YAA ASANTEWAA led the 1900 Ashanti war against British colonialism in present-day Ghana. Born in 1840, she was a skilled farmer and mother, before ascending matrilineally to the title of Queen Mother in the 1880s. That made her a key advisor and king-maker. When the British governor demanded the kingdom’s emblem of power, the Golden Stool, she encouraged the Ashanti government to fight back through a powerful speech, and was chosen to head an army of 5000 at the age of sixty. Though she was captured and died in exile, and the war was lost, her mortal remains were returned home for a royal burial. She lives on in many imaginations today, especially in Ghana.
GLORIA ANZALDÚA was an American scholar of Chicana cultural theory, feminist theory, and queer theory. Born in the Mexico-Texas border region, she thought deeply about marginalization and the in-between. She began her working life as a schoolteacher and went on to live from her writing and academic work. Her ideas often challenged binary notions – in language, identity, sexuality – and the status quo of the movements she was part of. She spoke of herself as a “Chicana, tejana, working-class, dyke-feminist poet, writer and theorist”. Her collection of figurines, masks, rattles, candles, and other ephemera used as altar objects is held at the University of California, Santa Cruz.
EVA CRANE was a British expert on bees and beekeeping. Her education took her from a southeast London grammar school to a PhD in nuclear physics, which she taught at Sheffield University. Having been given a beehive as a wedding present in 1942, she quickly shifted her attention from atoms to apiculture. She founded the Bee Research Association and edited both the Journal of Apicultural Research and Bee World, while travelling to sixty countries to investigate local bees and the long history of human honey cultivation. To the delight of many translators, she was also general editor of ten multilingual dictionaries of beekeeping terms.
In this episode of the podcast, DLS co-founder Katy Derbyshire introduces us to daring German writer Irmgard Keun. As an ingenue, Irmgard’s writing debut was much more consequent than her acting debut, and she garnered praise and a film adaptation. Her books explored women’s lives in Weimar-era Berlin with a humor all her own, which of course meant the Nazis banned them. There’s dark wit, wild parties in the face of danger, and fabulous costume changes — oh, and an unreliable narrator. It’s a bit of Babylon Berlin meets Cabaret, perhaps.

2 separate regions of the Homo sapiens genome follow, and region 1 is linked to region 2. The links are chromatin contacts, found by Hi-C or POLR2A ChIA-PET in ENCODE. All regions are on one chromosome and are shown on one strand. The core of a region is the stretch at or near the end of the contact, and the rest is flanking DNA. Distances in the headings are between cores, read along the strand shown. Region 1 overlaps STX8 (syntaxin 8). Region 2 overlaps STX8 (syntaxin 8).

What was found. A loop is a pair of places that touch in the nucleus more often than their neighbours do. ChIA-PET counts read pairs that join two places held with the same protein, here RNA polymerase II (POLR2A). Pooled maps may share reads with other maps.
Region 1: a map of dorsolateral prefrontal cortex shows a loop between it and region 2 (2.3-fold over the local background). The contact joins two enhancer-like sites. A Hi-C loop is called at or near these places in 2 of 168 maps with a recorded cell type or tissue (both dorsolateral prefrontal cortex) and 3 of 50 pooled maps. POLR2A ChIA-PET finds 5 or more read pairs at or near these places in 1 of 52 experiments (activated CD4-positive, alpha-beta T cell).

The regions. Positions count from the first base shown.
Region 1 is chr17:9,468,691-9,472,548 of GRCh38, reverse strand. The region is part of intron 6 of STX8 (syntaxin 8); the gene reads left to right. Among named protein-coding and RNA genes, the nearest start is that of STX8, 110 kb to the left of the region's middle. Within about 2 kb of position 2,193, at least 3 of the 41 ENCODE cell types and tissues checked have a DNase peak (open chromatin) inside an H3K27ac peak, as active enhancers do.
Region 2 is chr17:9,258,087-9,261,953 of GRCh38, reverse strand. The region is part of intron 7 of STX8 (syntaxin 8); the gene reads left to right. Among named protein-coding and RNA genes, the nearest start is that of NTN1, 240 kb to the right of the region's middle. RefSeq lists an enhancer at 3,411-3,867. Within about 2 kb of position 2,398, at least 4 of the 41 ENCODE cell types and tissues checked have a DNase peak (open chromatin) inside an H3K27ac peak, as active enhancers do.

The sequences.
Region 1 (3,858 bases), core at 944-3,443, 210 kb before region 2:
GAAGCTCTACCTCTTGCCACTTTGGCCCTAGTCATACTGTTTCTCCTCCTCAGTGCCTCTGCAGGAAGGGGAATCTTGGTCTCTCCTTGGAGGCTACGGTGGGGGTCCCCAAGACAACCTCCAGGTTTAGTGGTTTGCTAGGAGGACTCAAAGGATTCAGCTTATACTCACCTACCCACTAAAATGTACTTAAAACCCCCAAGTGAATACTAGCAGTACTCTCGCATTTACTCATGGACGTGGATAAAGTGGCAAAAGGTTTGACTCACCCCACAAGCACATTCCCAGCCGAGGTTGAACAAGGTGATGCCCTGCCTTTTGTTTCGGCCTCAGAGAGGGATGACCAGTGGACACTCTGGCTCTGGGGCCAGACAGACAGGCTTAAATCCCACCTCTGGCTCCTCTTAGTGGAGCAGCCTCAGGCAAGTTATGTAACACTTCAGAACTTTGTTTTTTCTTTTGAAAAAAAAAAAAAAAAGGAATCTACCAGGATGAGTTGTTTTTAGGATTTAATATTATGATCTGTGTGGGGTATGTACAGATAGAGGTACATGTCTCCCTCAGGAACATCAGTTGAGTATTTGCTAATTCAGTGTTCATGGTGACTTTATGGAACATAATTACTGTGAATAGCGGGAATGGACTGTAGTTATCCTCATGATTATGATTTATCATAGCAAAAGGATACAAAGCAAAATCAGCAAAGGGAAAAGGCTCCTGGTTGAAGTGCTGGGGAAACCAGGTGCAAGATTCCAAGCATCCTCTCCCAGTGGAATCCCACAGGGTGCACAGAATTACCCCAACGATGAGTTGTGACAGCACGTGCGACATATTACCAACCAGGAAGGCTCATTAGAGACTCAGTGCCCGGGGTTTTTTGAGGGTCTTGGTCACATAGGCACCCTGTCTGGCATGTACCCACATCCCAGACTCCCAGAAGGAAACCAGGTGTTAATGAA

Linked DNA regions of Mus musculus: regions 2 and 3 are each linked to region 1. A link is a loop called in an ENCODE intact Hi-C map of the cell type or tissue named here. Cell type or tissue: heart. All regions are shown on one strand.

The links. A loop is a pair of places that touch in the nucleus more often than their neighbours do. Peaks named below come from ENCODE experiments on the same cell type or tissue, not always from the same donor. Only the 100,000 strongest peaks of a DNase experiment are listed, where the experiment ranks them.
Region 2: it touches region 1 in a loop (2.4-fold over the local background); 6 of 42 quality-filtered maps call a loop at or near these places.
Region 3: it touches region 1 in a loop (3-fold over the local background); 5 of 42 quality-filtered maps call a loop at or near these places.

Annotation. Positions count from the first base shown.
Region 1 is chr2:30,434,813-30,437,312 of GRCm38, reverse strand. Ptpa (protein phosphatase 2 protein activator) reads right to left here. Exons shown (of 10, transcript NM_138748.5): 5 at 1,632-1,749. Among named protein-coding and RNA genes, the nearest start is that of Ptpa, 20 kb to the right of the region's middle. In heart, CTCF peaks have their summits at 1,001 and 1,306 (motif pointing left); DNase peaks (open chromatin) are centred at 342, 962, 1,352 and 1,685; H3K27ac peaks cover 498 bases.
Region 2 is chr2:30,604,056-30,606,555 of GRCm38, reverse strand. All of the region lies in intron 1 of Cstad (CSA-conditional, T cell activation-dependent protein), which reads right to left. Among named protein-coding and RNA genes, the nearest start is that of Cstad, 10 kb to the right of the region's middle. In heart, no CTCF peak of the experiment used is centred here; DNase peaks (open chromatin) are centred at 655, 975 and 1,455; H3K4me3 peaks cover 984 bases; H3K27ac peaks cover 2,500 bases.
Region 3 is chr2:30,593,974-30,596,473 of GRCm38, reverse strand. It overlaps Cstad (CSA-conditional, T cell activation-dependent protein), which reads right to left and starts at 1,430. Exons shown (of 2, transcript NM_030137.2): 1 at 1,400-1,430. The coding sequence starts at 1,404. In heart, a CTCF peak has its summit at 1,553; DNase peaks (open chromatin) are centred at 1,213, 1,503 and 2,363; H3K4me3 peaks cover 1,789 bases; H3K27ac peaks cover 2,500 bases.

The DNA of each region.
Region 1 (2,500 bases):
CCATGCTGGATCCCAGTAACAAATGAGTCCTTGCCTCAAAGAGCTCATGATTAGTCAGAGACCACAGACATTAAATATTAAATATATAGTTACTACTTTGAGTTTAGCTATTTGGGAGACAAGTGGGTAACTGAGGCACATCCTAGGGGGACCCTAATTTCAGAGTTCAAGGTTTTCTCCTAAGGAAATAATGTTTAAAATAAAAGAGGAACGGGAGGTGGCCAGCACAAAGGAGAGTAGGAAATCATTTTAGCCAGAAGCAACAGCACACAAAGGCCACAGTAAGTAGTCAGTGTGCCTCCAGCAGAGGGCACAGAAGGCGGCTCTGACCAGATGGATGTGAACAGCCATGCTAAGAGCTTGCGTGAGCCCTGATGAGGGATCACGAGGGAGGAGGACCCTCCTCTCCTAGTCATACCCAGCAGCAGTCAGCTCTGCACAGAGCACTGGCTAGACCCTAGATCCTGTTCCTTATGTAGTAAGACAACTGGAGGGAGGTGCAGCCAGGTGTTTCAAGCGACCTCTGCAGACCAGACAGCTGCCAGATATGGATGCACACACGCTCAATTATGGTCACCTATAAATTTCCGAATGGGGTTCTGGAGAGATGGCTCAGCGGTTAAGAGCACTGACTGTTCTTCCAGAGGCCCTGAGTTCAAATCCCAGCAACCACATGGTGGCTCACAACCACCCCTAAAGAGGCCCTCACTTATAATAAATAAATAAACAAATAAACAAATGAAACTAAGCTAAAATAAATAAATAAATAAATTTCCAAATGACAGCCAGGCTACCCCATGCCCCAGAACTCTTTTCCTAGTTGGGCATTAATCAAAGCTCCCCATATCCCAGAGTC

Irmgard Keun is also one of the original Dead Ladies (along with Dorothy Parker) that sparked the creation of the Dead Ladies Show in the first place!
Our other DLS co-creator Florian Duijsens joins podcast producer and host Susan Stone for the introducing duties in our last episode of DLSP Season Four!
This episode presents a first: our presenter (our very own Susan Stone!) actually met the lady in question. Bebe Barron was a bohemian, composer, and electronic music pioneer. She and her husband Louis worked avant-garde art-makers like John Cage and Maya Deren, and hung out with Anais Nin, Henry Miller, Joseph Campbell, and more. The pair is credited with inventing the tape loop, and possibly the audio book. It’s certainly the case that they composed and created the first electronic music — or electro-acoustic — feature film soundtrack. Electronic music as we know it would not exist without Bebe, nor would the sounds we associate with outer space.
Episode 42 is all about the American writer and journalist Emily Hahn, also known as Mickey.
She qualified as a mining engineer, wrote greeting-card copy, travelled the world and authored 54 books and more than 200 articles and short stories. Aside from that, she led an unconventional private life and kept a number of different monkeys. Hear all about her from our co-founder Florian Duijsens, recorded at Berlin’s ACUD Studio in April 2019.
If you’d like to find out more, Florian recommends two biographies:
Ken Cuthbertson’s Nobody Said Not to Go and Taras Grescoe’s Shanghai Grand.
In this episode, Anneke Lubkowitz introduces us to the brilliant and strange 19th-century writer and poet Annette von Droste-Hülshoff. This Dead Lady was a Lady in the literal sense – she was born into nobility, and the life her family expected for her was far different from the one she led. Choosing the male occupation of poet, and the unladylike hobby of fossil collecting, nature devotee Annette could often be found wandering the muddy moors or writing away in a turret. Her ahead-of-her-time way with verse included timeless poems and a work of gothic fiction considered by some to be one of the first murder mysteries.
Via Zoom from the bright green rooms of Annette von Droste-Hülshoff’s former home Haus Ruschhaus, Anneke also reads some newly translated poems from Droste’s collections (thanks to the translators: Shane Anderson, Daniel Falb, Monika Rinck, and Annie Rutherford!).
The star of our 40th (!) episode is author, educator, and therapist Beryl Gilroy. Born in what was then British Guiana, she trained as a teacher before migrating to London in 1952 as part of the Windrush generation and worked all manner of jobs until becoming one of the very first Black head teachers in the UK. Her groundbreaking debut, Black Teacher (1976), documented her journey up to that point, and she’d keep publishing until her death in 2001. Telling her story is Berlin-based author Divya Ghelani.
Episode 39 introduces Gráinne Mhaol, also known as Grace O’Malley, the legendary Irish pirate queen.
Translator Laura Radosh presents the rollicking tale of this tremendous woman, who has been lauded as “a most famous femynyne sea captain,” and “the dark lady of Doona.” Gráinne Mhaol was head of the O’Malley dynasty in 16th-century Ireland, owning up to 1000 cattle and horses, leading men on land and sea, and allegedly wreaking cruel vengeance for the murder of a lover. When her sons and half-brother were captured by the English, she is said to have met with Queen Elizabeth I and negotiated their release in Latin.
You can also find a transcript of this episode, by Annie Musgrove, here.